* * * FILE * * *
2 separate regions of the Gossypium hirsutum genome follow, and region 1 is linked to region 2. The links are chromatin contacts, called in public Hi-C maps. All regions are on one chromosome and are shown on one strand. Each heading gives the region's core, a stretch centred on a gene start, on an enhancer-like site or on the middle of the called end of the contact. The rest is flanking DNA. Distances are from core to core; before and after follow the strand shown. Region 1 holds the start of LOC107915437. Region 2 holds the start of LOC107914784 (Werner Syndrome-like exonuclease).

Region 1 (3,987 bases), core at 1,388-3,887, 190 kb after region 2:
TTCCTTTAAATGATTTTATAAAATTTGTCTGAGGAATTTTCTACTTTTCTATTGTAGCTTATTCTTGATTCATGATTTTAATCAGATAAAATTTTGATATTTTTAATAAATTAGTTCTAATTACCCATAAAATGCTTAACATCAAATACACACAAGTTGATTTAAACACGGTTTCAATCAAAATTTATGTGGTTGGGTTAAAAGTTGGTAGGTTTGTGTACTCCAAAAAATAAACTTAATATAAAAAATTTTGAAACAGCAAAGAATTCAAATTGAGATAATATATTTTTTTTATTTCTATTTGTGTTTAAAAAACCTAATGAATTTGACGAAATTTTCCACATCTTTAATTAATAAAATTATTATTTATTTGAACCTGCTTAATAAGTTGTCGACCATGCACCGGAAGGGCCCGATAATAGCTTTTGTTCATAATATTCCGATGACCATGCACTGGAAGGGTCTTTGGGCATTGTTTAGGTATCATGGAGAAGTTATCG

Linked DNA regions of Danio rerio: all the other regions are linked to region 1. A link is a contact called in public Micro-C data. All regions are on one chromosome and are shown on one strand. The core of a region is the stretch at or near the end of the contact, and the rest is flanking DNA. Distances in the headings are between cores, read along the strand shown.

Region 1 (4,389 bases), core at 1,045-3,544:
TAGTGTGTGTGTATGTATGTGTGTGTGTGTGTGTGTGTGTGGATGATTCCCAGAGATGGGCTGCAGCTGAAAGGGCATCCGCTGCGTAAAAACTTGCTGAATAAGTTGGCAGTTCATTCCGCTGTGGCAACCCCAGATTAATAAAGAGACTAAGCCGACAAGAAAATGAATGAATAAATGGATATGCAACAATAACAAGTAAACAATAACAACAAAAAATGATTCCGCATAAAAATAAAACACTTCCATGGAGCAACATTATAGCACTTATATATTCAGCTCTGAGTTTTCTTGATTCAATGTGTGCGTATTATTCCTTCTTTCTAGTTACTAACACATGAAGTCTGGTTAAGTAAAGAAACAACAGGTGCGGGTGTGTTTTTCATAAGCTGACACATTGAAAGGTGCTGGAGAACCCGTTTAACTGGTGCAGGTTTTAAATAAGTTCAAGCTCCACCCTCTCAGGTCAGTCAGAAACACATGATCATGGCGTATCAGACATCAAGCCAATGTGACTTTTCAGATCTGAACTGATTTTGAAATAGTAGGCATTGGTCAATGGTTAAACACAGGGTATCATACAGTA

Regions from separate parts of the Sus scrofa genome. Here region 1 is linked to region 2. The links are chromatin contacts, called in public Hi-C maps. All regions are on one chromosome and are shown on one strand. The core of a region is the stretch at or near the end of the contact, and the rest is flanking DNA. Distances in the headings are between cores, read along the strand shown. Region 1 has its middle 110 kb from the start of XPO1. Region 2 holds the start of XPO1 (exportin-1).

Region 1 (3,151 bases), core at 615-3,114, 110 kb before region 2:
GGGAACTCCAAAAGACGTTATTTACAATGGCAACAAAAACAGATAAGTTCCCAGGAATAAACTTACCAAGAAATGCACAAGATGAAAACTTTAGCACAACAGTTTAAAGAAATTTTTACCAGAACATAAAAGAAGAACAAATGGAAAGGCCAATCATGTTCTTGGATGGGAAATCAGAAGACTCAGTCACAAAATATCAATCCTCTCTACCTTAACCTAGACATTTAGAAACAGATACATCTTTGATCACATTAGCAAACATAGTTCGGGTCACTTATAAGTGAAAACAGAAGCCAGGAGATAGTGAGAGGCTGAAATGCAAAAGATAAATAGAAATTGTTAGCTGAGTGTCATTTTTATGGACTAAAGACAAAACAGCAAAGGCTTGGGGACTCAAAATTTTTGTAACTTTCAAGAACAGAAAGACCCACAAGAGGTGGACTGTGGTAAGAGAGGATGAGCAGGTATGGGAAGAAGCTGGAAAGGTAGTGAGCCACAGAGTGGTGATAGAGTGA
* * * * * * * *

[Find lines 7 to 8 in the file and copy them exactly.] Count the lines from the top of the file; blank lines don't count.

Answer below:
Regions from separate parts of the Sus scrofa genome. Here region 1 is linked to region 2. The links are chromatin contacts, called in public Hi-C maps. All regions are on one chromosome and are shown on one strand. The core of a region is the stretch at or near the end of the contact, and the rest is flanking DNA. Distances in the headings are between cores, read along the strand shown. Region 1 has its middle 110 kb from the start of XPO1. Region 2 holds the start of XPO1 (exportin-1).

Region 1 (3,151 bases), core at 615-3,114, 110 kb before region 2: